Lent 2009: The Apostle’s Creed
I believe in Jesus part 2
I want to begin tonight’s thoughts by restating a couple of things which I perhaps didn’t make completely clear last week. I have spent some time thinking about the nature of these evenings and some of the discussions that have come both as part of the sessions and around after the event too!
At the beginning of these talks on the Creed I said that I wasn’t going engage in a purely academic exercise, nor was I going to take apart all the bits of the Creed and dismiss them – on the contrary I think I would restate that I wholeheartedly believe in all of the articles which make up our Creed and hope that these talks would assist you in feeling more confident in proclaiming these truths also. In particular, I want to say that when last week I said I wasn’t going to discuss the ‘Virgin Birth’ as I thought it was a red herring, I didn’t mean that I didn’t believe in it and didn’t want to talk about it, I wholeheartedly affirm it. My concern is that (like discussions over a six day creation) discussions about the mechanics of how this or that might have happened are often a distraction. My belief in the humanity and divinity of Jesus Christ, which is founded in Jesus taking flesh from the Virgin Mary and by the power of the Spirit is at the heart of my own understanding of the Incarnation.
What I am hoping to do is highlight both how some of these articles of faith ended up in the Creed, and to ask ourselves exactly what we mean, and what those who put together the Creed meant, when these things are and were recited over many hundreds of years. The Creed is not the end of faith, nor is it meant to be recited parrot fashion without addressing the serious, foundational beliefs of which it is comprised. It is easy to drift, or ‘freewheel’ through faith, accepting what might be the accepted interpretation of a particular minister, writer, or tradition within the Church, without grappling with the truths both behind our Creeds and within our Scriptures.
Some of the ideas and concepts which make up our Creeds are, frankly, immense – including this Evening’s theme – and we risk missing out on some of the riches of our tradition, of the depths of Scripture, and of a very personal faith, if we skirt over the issues and teachings contained in them. In the three weeks we have already spent on these Creeds I have only just scratched the surface of our Christian faith, tradition and interpretation, and I know that some of the things I have said have been surprising – but this is the faith of the Church, and together we claim to hold this faith, so lets get to grips with what we profess and proclaim.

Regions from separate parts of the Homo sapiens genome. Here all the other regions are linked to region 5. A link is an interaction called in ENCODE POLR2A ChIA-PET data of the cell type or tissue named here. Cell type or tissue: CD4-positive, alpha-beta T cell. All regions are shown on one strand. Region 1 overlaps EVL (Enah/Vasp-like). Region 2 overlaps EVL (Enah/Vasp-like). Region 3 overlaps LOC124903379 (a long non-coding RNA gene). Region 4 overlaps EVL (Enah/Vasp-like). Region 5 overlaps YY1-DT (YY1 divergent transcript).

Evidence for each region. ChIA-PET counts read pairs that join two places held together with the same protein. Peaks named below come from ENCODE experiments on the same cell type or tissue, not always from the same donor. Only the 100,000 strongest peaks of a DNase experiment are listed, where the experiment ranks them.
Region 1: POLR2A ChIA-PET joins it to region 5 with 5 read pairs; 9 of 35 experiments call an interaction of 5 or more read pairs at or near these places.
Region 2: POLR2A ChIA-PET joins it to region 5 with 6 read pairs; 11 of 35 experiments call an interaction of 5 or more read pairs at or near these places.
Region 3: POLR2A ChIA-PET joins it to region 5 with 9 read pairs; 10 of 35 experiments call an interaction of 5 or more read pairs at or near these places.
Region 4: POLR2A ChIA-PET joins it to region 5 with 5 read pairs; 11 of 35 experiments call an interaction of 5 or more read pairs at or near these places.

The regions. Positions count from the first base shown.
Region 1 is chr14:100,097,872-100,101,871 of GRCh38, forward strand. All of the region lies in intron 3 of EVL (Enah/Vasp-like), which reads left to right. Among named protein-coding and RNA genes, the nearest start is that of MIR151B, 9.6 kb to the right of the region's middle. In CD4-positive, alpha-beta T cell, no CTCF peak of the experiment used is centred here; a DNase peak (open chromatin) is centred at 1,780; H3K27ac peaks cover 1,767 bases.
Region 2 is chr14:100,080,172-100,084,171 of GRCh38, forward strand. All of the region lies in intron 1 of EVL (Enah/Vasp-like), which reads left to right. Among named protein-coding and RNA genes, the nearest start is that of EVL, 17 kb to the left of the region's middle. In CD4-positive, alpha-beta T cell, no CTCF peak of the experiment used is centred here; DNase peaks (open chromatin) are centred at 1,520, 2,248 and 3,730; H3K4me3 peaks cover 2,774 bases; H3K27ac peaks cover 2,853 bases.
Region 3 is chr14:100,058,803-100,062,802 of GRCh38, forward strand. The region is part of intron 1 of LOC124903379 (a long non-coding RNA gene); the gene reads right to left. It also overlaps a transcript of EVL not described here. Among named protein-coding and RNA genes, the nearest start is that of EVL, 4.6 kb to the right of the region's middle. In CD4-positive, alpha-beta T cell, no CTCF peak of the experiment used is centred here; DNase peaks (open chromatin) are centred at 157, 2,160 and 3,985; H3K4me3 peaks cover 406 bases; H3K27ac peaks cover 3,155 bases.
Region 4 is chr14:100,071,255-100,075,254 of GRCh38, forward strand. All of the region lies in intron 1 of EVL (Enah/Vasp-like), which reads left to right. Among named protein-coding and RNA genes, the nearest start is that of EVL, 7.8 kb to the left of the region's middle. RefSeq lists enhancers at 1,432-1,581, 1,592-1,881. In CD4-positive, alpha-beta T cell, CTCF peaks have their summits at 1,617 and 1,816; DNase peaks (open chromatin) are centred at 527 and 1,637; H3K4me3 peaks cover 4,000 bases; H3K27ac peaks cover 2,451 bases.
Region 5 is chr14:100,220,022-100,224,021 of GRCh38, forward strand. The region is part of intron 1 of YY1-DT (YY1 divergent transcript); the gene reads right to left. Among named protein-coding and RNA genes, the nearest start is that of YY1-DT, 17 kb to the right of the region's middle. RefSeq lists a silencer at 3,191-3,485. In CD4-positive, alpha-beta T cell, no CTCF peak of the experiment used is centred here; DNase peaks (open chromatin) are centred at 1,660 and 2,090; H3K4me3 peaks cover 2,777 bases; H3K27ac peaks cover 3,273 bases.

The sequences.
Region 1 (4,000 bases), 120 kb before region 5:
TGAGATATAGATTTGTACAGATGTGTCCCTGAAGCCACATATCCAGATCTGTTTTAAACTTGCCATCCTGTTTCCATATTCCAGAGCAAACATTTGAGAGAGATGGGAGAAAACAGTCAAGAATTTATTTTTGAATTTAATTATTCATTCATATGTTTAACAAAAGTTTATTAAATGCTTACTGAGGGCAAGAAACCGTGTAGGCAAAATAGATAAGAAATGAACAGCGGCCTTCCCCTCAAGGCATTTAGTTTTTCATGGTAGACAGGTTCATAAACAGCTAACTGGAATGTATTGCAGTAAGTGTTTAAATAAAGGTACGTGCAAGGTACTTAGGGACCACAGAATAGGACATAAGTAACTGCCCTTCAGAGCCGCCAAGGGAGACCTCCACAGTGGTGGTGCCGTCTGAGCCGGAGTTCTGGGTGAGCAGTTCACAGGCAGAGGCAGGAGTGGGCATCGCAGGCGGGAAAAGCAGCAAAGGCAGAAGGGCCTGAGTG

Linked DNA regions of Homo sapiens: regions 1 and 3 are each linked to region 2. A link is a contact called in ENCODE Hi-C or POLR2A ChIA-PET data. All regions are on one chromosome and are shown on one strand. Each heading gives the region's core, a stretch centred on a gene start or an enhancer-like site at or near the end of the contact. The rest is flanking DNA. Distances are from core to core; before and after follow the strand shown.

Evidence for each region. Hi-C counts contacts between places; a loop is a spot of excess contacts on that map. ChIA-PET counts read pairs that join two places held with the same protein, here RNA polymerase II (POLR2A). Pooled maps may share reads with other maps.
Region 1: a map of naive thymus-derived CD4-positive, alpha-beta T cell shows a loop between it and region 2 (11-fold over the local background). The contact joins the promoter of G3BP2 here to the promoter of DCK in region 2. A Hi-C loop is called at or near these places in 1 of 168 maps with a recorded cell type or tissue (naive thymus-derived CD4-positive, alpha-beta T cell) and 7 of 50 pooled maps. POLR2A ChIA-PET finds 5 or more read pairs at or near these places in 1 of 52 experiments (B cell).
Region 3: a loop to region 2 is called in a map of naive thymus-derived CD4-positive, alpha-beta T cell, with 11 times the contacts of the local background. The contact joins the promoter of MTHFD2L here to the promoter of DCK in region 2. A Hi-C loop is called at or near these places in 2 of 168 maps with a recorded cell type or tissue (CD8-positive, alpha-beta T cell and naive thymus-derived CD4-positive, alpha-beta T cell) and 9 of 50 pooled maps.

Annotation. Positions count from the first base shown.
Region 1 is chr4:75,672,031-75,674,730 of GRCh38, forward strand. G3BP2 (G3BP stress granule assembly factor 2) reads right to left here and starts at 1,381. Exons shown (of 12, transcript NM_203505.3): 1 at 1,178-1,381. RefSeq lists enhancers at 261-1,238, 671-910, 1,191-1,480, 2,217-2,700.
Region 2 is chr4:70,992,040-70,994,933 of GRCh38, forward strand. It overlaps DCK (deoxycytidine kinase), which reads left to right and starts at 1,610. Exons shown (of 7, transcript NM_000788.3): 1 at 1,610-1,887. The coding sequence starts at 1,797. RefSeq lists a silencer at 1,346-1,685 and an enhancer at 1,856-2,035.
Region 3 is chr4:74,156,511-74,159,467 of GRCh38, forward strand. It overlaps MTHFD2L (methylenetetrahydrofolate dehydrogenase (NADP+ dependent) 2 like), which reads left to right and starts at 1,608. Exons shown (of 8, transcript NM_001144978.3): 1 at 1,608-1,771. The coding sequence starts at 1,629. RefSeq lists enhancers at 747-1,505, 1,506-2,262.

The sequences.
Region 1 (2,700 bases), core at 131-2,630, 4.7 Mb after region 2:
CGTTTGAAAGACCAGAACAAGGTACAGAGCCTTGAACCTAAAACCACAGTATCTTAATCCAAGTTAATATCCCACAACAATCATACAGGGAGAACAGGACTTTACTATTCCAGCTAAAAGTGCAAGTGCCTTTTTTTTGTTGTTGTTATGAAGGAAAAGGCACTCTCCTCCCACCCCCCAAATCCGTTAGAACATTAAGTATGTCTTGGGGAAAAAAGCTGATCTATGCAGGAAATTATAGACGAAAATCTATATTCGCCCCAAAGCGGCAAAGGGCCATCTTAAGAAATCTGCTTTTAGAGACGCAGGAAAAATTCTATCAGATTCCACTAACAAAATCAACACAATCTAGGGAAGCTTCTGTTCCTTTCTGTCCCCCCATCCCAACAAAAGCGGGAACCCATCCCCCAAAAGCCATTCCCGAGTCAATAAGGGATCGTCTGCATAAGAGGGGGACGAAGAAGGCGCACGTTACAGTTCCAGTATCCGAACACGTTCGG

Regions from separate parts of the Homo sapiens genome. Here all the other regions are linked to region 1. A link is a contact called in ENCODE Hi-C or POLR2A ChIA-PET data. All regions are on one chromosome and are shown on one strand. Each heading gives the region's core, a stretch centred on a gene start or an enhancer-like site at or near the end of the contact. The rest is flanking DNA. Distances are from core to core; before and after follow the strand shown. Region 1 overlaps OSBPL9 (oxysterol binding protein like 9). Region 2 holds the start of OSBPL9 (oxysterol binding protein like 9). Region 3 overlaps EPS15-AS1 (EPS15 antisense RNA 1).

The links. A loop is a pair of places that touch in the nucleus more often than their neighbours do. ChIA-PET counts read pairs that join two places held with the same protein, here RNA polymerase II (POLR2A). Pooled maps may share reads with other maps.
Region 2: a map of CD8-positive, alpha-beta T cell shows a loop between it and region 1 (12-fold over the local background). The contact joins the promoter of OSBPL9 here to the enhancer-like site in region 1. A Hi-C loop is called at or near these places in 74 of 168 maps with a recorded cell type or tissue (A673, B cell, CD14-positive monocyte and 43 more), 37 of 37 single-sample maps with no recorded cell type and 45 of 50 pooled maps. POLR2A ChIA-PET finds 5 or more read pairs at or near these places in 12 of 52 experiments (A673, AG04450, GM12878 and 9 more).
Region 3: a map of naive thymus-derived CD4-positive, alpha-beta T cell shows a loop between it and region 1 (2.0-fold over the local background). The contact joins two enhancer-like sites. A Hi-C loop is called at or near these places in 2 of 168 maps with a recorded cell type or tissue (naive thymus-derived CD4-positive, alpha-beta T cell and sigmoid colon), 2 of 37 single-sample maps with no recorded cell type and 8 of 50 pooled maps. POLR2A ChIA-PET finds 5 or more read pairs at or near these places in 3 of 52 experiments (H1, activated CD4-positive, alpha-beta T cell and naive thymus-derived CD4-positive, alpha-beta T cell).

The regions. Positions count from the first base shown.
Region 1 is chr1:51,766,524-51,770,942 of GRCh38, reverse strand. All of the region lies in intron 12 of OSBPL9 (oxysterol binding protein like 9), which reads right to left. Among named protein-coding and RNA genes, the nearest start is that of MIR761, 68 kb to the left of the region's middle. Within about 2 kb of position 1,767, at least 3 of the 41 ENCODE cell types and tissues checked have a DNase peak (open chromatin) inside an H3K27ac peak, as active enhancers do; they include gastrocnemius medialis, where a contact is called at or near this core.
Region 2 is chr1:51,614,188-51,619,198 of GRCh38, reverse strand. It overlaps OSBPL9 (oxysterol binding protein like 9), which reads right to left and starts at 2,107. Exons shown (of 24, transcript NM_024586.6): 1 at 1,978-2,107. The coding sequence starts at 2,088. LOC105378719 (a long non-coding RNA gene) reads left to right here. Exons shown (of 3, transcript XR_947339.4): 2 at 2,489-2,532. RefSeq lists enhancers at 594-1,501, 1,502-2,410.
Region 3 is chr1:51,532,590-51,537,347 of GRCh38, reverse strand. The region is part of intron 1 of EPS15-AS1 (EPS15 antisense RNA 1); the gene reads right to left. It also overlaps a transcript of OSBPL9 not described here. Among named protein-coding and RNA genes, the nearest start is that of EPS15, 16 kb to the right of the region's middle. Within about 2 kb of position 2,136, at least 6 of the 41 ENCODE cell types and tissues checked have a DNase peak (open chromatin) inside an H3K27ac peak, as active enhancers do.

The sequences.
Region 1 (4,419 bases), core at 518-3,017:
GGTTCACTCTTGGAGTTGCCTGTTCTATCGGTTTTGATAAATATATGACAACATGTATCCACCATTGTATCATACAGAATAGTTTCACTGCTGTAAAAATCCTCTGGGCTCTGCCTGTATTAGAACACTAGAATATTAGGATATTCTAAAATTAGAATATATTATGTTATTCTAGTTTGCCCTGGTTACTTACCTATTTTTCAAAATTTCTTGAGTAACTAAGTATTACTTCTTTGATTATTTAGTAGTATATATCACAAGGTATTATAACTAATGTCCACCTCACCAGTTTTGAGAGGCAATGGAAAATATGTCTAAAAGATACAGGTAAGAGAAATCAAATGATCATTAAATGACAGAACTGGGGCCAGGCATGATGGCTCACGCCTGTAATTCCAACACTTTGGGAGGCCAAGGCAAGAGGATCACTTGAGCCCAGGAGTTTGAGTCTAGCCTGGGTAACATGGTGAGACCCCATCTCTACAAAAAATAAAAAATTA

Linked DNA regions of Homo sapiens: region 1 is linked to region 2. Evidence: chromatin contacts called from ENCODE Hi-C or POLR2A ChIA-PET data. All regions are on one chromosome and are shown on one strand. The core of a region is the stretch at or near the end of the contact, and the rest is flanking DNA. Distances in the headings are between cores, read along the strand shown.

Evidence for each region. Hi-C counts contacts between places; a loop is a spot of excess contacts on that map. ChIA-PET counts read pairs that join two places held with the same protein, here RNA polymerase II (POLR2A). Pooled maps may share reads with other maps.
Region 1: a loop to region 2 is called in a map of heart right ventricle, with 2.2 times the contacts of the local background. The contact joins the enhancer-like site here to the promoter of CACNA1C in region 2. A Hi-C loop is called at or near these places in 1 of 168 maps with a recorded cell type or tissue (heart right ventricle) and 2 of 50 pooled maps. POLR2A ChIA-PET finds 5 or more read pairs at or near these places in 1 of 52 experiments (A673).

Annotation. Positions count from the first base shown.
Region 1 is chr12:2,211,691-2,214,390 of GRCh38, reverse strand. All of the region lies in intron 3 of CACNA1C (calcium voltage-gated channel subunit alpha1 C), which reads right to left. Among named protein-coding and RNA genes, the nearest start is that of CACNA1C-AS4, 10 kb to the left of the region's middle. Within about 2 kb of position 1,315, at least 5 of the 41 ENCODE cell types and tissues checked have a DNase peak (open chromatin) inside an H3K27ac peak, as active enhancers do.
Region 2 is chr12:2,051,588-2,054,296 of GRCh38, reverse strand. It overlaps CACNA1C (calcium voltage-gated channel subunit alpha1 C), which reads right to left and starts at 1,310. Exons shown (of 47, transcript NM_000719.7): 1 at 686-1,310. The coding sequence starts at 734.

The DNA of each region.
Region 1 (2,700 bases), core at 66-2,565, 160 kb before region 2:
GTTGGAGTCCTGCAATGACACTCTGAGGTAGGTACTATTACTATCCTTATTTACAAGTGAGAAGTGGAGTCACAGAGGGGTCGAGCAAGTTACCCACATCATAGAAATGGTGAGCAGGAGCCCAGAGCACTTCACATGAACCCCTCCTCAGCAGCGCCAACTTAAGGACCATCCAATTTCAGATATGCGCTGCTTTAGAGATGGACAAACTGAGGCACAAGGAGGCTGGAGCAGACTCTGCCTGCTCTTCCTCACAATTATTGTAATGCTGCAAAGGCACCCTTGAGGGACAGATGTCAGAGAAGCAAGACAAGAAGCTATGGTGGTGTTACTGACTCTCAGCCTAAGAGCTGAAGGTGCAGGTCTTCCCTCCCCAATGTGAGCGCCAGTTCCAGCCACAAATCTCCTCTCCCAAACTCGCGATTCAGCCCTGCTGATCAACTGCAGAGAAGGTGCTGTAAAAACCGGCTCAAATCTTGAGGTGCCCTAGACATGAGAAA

This evening’s thoughts are based around this profound, disturbing and challenging part of the Apostle’s Creed – talking of Jesus we affirm that we believe he:
suffered under Pontius Pilate,
was crucified, died, and was buried;
he descended to the dead.
On the third day he rose again;
he ascended into heaven,
he is seated at the right hand of the Father,
and he will come to judge the living and the dead.
There are some phrases in this section I will tackle at greater, some at lesser, length. Much of this overlaps with what I said last week, and much of it overlaps with itself, it is difficult to disentangle much of the Creed from itself – to be honest – and I hope that what I say won’t be so much as telling you what you have to believe, though there are some essentials that I think are core to calling ourselves Christians, but offering you different interpretations of what Christian thinkers and teachers have said over many years with regards to these core understandings of Christian faith.
But I must take a moment to say something very personal here. If last week was the reason I was inspired to lead this series of talk, this week is probably the hardest of all the sections for me to talk on, mainly because I can’t claim to have all of this sorted out for myself, and I am very much in the midst of my own journey of faith, my own struggles with Scripture and Reason and Tradition and Experience in my own life in Christ. It would be easier perhaps if I could say ‘this is what the Bible teaches’ or even ‘this is what the Church says’ but our Creeds bind us with the essentials of faith – the interpretation is something we all must struggle with for ourselves.
The first part of the Creed considered today is easy in theological terms, but hard in personal terms! We talk of Christ who ‘suffered under Pontius Pilate, was crucified, died and was buried’. This suffering is real – and I think it is important to say this. The agony that Jesus went through in the lead up and over his crucifixion cannot be underestimated – nor can we explain it away by saying ‘It’s OK, he was God’ or that he knew he would be resurrected. As I said last week, and as has been very much the point of Christian scholarship for two thousand years, Jesus was human, not God in a human suit. When it came to the scourging, the agony of his passion, and to being nailed to the cross and dying this was real, all too real, and painful beyond endurance. The sense of desolation and agony was enough for him to cry out ‘My God, My God, why have you abandoned me?’